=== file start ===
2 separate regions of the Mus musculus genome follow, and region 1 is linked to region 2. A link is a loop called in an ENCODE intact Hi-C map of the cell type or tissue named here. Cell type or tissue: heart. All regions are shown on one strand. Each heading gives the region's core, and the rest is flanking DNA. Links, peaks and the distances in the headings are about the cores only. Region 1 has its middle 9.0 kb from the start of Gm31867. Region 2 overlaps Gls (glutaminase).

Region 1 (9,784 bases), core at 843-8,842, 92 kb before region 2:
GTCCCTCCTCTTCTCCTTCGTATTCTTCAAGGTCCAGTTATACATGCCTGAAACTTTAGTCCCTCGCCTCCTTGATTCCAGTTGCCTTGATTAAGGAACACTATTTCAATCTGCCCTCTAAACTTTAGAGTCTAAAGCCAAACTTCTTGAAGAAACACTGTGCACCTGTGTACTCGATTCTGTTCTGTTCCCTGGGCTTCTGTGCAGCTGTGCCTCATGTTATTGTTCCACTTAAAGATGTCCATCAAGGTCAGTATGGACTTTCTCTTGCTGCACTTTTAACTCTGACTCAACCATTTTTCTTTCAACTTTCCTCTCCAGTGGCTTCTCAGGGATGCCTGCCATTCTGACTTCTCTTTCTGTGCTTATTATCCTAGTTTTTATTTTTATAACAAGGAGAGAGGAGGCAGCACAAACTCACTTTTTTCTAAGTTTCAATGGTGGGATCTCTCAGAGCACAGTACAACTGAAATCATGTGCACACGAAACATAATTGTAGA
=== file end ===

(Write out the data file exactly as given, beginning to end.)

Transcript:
2 separate regions of the Mus musculus genome follow, and region 1 is linked to region 2. A link is a loop called in an ENCODE intact Hi-C map of the cell type or tissue named here. Cell type or tissue: heart. All regions are shown on one strand. Each heading gives the region's core, and the rest is flanking DNA. Links, peaks and the distances in the headings are about the cores only. Region 1 has its middle 9.0 kb from the start of Gm31867. Region 2 overlaps Gls (glutaminase).

Region 1 (9,784 bases), core at 843-8,842, 92 kb before region 2:
GTCCCTCCTCTTCTCCTTCGTATTCTTCAAGGTCCAGTTATACATGCCTGAAACTTTAGTCCCTCGCCTCCTTGATTCCAGTTGCCTTGATTAAGGAACACTATTTCAATCTGCCCTCTAAACTTTAGAGTCTAAAGCCAAACTTCTTGAAGAAACACTGTGCACCTGTGTACTCGATTCTGTTCTGTTCCCTGGGCTTCTGTGCAGCTGTGCCTCATGTTATTGTTCCACTTAAAGATGTCCATCAAGGTCAGTATGGACTTTCTCTTGCTGCACTTTTAACTCTGACTCAACCATTTTTCTTTCAACTTTCCTCTCCAGTGGCTTCTCAGGGATGCCTGCCATTCTGACTTCTCTTTCTGTGCTTATTATCCTAGTTTTTATTTTTATAACAAGGAGAGAGGAGGCAGCACAAACTCACTTTTTTCTAAGTTTCAATGGTGGGATCTCTCAGAGCACAGTACAACTGAAATCATGTGCACACGAAACATAATTGTAGA